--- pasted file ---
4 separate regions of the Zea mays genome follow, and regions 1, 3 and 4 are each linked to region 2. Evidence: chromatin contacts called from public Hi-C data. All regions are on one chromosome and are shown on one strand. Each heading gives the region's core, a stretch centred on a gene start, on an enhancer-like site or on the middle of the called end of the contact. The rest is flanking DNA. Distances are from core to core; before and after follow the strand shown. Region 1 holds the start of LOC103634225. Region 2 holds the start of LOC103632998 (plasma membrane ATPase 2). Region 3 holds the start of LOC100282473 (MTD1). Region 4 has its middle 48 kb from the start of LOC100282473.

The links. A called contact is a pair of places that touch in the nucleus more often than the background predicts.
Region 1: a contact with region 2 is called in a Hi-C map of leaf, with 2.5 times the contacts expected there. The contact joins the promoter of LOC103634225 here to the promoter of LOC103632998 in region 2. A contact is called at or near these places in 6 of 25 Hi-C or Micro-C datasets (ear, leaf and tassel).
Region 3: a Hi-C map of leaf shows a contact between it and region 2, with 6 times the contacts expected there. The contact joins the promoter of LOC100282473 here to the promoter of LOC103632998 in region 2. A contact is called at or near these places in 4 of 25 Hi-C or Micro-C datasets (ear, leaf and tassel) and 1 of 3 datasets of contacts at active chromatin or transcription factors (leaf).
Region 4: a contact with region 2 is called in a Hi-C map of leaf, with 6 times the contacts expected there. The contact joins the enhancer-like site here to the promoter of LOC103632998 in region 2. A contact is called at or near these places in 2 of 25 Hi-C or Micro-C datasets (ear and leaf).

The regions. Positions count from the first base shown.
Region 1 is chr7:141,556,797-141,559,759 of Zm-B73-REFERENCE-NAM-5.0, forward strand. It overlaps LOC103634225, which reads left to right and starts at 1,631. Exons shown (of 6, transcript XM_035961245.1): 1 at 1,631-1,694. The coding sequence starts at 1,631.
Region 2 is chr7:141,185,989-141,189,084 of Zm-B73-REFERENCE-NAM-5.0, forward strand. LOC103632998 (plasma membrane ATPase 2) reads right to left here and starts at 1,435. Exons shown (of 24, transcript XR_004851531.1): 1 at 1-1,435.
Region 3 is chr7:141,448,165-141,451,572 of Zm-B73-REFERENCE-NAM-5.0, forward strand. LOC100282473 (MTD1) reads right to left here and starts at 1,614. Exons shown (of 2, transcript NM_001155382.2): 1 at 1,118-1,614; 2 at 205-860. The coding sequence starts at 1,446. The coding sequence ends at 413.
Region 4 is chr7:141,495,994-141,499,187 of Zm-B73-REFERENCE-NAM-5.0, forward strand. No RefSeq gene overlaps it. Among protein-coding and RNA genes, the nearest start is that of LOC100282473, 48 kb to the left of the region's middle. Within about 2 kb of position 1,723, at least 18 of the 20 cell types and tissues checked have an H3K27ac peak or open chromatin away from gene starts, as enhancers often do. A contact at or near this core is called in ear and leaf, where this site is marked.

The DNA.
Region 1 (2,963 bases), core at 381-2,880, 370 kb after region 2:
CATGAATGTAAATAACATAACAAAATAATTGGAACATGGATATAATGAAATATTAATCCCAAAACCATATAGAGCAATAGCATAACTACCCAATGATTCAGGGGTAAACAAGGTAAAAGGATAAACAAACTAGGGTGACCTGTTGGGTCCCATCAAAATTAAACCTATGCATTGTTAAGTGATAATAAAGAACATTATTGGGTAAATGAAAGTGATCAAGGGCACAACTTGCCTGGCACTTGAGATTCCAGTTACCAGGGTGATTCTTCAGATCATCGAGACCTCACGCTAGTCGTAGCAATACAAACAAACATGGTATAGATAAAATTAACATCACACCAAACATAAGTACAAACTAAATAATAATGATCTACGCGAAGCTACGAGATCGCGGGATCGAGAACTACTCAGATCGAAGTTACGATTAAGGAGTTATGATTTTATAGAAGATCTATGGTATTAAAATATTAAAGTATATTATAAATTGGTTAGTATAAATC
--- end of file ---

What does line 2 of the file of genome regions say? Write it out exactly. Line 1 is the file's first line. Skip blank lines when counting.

The links. A called contact is a pair of places that touch in the nucleus more often than the background predicts.